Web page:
Royal Mail

The Postal Museum Commemorative Sheet

Catalogue code
AV046
Issue Date
42991
In 2017 London will get its first new, national museum in over a decade The Postal Museum. Royal Mail have worked together with the Museum to produce a stamp sheet to commemorate this event.
In stock
Released on 13 September
In stock
£15.95
In 2017 London will get its first new, national museum in over a decade The Postal Museum. The Museum will have seven interactive exhibition spaces covering five centuries of social and communications history, and an underground ride on Mail Rail. Royal Mail have worked together with the Museum to produce a stamp sheet to commemorate this event.The Stamps featured are 10 x 1st Class Pictorial Definitives: 4 x Penny Black, 3 x Twopenny Blue and 3 x Penny Red.

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A more affordable postal service meant a rise in social mail, including this first commercially available Christmas card, designed in 1843.
In 1927, an underground driverless railway opened in London to connect sorting offices with railway stations. A section of it is open to the public as part of The Postal Museum.
During the Second World War, the need for lines of communication to remain open was vital. The new exhibition tells the story of some of the individuals who helped to make this happen.
Expansion of the postal service in the mid-19th century changed how people used the post. Letter boxes in a variety of shapes and colours began appearing on British streets.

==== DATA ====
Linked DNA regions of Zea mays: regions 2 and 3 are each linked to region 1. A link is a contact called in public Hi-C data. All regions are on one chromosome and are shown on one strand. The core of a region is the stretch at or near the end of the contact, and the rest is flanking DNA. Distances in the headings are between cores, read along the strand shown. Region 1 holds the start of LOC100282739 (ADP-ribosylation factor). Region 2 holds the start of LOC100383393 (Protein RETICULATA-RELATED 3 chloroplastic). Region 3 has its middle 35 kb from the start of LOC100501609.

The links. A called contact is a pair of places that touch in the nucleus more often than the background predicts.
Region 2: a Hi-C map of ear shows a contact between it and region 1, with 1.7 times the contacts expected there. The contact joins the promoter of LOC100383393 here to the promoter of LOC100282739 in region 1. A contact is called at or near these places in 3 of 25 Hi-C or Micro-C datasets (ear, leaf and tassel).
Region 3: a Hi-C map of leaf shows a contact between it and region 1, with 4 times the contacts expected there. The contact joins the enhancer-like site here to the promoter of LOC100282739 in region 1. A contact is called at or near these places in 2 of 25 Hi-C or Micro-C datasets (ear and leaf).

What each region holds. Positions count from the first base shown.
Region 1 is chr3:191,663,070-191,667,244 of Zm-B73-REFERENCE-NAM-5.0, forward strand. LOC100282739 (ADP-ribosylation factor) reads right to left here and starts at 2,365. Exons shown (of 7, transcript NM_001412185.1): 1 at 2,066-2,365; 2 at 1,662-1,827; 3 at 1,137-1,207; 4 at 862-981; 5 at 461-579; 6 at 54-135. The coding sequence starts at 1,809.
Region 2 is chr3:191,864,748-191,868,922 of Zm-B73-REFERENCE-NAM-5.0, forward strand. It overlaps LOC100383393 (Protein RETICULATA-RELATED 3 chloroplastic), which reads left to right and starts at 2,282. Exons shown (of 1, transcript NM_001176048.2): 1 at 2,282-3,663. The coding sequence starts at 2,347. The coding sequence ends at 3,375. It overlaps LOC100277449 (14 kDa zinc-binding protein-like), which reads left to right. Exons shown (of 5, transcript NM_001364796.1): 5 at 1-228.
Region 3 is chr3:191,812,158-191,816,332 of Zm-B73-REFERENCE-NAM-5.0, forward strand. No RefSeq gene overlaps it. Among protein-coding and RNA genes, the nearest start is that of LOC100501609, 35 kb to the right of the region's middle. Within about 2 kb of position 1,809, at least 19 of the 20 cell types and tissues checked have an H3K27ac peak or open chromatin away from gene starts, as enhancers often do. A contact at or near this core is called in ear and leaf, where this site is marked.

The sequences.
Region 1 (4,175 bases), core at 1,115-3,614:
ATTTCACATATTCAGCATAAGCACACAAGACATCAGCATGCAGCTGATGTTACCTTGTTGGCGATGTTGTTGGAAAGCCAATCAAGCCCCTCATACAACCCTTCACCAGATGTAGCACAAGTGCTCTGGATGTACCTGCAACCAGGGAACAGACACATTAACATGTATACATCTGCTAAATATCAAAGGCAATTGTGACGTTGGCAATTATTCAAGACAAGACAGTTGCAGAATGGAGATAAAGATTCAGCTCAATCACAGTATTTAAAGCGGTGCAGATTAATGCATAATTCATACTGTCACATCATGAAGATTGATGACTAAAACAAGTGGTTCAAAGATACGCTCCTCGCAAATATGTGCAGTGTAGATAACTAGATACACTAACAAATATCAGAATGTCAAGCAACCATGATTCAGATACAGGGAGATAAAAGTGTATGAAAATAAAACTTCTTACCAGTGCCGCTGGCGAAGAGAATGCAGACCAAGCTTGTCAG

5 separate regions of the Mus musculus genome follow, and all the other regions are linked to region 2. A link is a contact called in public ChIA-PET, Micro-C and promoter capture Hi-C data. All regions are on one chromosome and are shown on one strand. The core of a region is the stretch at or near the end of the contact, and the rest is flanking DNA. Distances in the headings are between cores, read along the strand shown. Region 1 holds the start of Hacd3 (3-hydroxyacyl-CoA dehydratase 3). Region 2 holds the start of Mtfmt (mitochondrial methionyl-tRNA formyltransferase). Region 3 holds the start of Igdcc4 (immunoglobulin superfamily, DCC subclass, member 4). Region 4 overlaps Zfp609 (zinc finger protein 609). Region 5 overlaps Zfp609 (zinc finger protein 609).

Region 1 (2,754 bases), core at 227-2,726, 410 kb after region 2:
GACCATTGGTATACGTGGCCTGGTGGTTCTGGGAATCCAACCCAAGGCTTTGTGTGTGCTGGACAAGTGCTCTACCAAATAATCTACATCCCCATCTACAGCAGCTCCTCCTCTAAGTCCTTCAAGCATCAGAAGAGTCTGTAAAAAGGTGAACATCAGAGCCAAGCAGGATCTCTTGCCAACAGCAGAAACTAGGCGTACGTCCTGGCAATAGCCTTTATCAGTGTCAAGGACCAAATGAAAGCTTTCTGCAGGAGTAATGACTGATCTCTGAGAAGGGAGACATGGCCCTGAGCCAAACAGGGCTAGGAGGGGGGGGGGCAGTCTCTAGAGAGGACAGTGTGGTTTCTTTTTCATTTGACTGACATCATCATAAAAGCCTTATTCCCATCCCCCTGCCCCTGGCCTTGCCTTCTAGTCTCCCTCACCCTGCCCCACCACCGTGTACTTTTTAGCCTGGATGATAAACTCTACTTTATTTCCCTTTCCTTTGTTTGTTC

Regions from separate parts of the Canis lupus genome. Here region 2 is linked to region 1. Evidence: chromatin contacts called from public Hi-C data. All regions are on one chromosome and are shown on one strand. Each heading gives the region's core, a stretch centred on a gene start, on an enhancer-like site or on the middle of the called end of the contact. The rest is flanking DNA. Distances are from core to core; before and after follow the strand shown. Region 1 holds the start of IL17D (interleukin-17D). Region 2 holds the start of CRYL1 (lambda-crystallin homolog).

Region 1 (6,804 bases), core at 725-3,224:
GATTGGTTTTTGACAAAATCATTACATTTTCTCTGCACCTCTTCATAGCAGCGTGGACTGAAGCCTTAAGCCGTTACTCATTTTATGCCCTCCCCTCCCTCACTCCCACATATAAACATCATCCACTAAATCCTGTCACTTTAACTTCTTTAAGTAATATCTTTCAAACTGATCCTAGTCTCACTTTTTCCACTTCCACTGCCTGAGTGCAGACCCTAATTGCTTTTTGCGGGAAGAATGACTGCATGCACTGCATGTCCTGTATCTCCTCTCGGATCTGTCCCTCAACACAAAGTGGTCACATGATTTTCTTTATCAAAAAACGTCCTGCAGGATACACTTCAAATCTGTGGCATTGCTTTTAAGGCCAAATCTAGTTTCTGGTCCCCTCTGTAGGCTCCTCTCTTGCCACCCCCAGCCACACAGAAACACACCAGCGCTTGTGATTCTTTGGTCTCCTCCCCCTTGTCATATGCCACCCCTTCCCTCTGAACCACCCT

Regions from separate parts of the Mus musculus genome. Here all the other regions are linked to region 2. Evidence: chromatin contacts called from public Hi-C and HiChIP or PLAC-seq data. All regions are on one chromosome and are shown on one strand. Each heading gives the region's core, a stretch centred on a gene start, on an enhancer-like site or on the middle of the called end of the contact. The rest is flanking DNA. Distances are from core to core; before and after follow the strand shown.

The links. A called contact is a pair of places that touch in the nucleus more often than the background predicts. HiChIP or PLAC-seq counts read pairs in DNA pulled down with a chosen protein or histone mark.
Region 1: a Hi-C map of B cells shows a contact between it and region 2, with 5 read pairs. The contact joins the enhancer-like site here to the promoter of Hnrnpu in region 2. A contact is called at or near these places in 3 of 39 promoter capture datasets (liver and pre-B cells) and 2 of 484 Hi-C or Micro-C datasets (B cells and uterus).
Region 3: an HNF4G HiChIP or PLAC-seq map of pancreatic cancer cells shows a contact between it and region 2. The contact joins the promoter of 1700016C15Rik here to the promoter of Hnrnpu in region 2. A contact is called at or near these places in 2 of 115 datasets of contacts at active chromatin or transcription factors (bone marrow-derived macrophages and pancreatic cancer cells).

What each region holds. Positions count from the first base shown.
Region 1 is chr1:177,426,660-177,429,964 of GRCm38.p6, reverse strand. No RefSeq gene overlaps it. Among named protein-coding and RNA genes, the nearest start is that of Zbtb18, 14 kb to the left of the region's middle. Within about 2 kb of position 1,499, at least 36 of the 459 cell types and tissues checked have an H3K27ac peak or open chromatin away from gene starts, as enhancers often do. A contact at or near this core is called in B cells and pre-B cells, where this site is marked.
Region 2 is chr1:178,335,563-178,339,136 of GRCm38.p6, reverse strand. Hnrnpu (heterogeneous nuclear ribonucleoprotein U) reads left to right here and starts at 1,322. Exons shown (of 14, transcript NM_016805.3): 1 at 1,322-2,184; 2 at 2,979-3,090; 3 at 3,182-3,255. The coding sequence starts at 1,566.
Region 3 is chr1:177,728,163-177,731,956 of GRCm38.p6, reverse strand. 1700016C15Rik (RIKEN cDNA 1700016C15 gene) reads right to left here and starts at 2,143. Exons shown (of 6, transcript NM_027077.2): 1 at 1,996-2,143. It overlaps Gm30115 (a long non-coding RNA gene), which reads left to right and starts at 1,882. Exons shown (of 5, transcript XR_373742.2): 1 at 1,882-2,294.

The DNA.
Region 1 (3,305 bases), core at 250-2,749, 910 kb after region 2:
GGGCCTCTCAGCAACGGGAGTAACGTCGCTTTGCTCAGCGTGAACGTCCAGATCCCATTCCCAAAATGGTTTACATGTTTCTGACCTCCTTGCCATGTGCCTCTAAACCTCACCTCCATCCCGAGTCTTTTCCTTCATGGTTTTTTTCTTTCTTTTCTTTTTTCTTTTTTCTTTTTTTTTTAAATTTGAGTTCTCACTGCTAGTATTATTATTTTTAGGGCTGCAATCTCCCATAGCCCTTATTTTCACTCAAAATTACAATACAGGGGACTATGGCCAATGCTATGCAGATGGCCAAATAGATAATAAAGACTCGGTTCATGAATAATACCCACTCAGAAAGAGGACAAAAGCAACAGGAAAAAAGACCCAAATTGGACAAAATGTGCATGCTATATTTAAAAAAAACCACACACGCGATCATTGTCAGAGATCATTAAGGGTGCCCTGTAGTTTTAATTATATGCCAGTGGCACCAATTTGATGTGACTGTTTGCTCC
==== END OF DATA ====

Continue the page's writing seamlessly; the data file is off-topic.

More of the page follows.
The new Postal Museum presents a mix of stories, includes hands-on exhibits and displays original objects.

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The new Postal Museum presents a mix of stories, includes hands-on exhibits and displays original objects.
The Postal Museum holds thousands of examples of posters and original artwork for both posters and stamps. Many were designed by the leading artists of their day.
Rowland Hill was an educational reformer, and to help improve literacy he campaigned for reform of the postal service. His efforts led to the introduction of the Penny Black in 1840.

With the coming of the railways, the postal service started using trains to move and sort the mail. This railway van was designed to collect mail without stopping.

From 1933, the General Post Office had its own film unit, which made many ground breaking films, including the highly original A Colour Box (1935), directed by Len Lye.